Former Secretary of State Colin Powell called Alaska Sen. Ted Stevens' word "sterling" at the senator's corruption trial on Friday.
Federal prosecutors have accused Stevens of lying on Senate documents about more than $250,000 in renovations to his Alaska cabin and other gifts from Bill Allen, former head of the oil services company VECO Corp.
Powell testified that he's known Stevens well for 25 years. The former Army general and chairman of the Joint Chiefs of Staff said there has never been any suggestion that Stevens "would do anything that was improper."
In Army infantry talk, Powell said Stevens is a man "you take on a long patrol."
In cross-examination, Powell said he didn't know anything about the case against Stevens.
Before testimony resumed Friday, U.S. District Judge Emmet G. Sullivan ordered that a list of character witnesses that the defense wanted to call to the stand — including Sens. Orrin Hatch, R-Utah, and Edward Kennedy, D-Mass. — be cut from 10 to five. In court papers, lawyers had argued they should have been able to call as many witnesses as they wanted to vouch for Stevens.
The defense began its case on Thursday by calling Sen. Daniel Inouye, D-Hawaii. Former Secretary of State Colin Powell was also slated to testify Friday on behalf of the senator from Alaska.
It was unclear when and if Hatch would testify. Though Kennedy was listed, lawyers said the ailing senator would only appear if his health improves.
Inouye emphatically testified to Stevens’ honesty.
“His reputation for truthfulness and honesty is what, sir?” asked defense attorney Brendan Sullivan.
“Absolute,” Inouye answered.
Inouye is one of Stevens’ best friends, with the two World War II veterans calling each other “brother” and the Democratic senator going so far to as to hold a fundraising lunch for the Republican senator in Washington in April.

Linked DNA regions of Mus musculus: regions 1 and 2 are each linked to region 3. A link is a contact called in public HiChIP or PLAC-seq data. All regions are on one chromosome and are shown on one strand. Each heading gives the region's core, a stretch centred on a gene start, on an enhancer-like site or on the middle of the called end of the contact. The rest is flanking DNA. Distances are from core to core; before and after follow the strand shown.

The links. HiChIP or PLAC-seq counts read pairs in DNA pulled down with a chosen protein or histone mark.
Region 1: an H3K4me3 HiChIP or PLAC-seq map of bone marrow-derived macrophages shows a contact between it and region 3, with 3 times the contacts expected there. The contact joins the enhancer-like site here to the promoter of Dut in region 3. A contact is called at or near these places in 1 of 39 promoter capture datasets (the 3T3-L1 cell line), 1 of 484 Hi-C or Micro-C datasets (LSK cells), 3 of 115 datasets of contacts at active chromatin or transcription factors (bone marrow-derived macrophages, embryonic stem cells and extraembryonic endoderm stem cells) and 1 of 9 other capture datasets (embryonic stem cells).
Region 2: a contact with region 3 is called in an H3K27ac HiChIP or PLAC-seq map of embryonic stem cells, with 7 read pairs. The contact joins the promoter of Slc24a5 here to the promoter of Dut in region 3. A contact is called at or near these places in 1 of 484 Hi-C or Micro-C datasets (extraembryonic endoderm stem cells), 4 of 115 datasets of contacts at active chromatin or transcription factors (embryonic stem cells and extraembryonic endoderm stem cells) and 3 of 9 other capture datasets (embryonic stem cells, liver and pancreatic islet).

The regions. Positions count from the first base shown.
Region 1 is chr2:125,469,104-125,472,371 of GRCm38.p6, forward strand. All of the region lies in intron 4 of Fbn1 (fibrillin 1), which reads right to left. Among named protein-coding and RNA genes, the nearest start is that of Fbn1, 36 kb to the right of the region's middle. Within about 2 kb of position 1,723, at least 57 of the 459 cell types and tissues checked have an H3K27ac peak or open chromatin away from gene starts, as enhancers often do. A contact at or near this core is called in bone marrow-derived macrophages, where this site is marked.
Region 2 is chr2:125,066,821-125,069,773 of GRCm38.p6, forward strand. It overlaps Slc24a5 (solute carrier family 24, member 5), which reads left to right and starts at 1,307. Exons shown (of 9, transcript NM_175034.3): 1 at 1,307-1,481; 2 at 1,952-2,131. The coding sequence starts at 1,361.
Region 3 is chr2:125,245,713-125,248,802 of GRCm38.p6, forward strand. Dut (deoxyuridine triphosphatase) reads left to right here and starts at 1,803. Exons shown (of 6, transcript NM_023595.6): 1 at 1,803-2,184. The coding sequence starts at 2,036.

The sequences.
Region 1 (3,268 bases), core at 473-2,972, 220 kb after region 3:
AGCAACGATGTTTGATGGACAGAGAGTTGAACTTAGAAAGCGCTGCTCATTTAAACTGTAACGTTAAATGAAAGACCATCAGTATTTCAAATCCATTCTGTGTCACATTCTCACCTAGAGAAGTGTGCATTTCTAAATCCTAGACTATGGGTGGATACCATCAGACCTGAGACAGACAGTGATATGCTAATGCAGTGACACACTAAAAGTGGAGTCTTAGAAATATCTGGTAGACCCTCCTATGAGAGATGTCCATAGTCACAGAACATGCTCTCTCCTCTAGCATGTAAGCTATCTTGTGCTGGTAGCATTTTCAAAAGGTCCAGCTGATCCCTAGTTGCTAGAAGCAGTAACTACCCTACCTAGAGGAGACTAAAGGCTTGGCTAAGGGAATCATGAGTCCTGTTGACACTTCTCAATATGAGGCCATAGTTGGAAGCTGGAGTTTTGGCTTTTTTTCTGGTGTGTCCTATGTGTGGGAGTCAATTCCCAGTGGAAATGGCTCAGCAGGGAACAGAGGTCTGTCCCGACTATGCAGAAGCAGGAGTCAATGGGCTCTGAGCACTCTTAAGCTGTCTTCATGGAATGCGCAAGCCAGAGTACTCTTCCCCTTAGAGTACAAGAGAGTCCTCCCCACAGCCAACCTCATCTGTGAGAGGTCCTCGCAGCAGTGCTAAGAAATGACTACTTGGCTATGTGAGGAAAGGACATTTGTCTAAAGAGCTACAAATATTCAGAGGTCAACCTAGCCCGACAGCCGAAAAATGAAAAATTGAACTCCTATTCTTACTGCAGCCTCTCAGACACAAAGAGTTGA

It was not clear whether Stevens, the longest-serving Senate Republican and patriarch of Alaska politics for generations, would take the stand in his own defense. He has languished in the federal courtroom as a Democratic opponent back home mounts a strong challenge to the seat he’s held for 40 years.
Justice Department lawyers, who rested their case Thursday, relied on testimony by several VECO workers who, starting in 2000, labored for months to transform Stevens’ modest A-frame cabin in Alaska into a two-story home with wraparound decks, new electricity and plumbing, a sauna and a master-bedroom balcony.
Prosecutors called Allen as their star witness. He has pleaded guilty to bribery in a corruption investigation resulting in convictions of several Alaska legislators.
A self-made multimillionaire who has known Stevens for more than two decades, Allen testified that the senator came up with the idea for the renovations to make room for visiting grandchildren. As the work progressed, Stevens sometimes asked him for invoices, but Allen said he ignored the requests because he liked his old fishing and drinking buddy too much, and the senator never paid VECO.
If convicted, Stevens, 84, faces up to five years in prison on each of seven charges, though under federal sentencing guidelines, he probably would receive much less prison time, if any.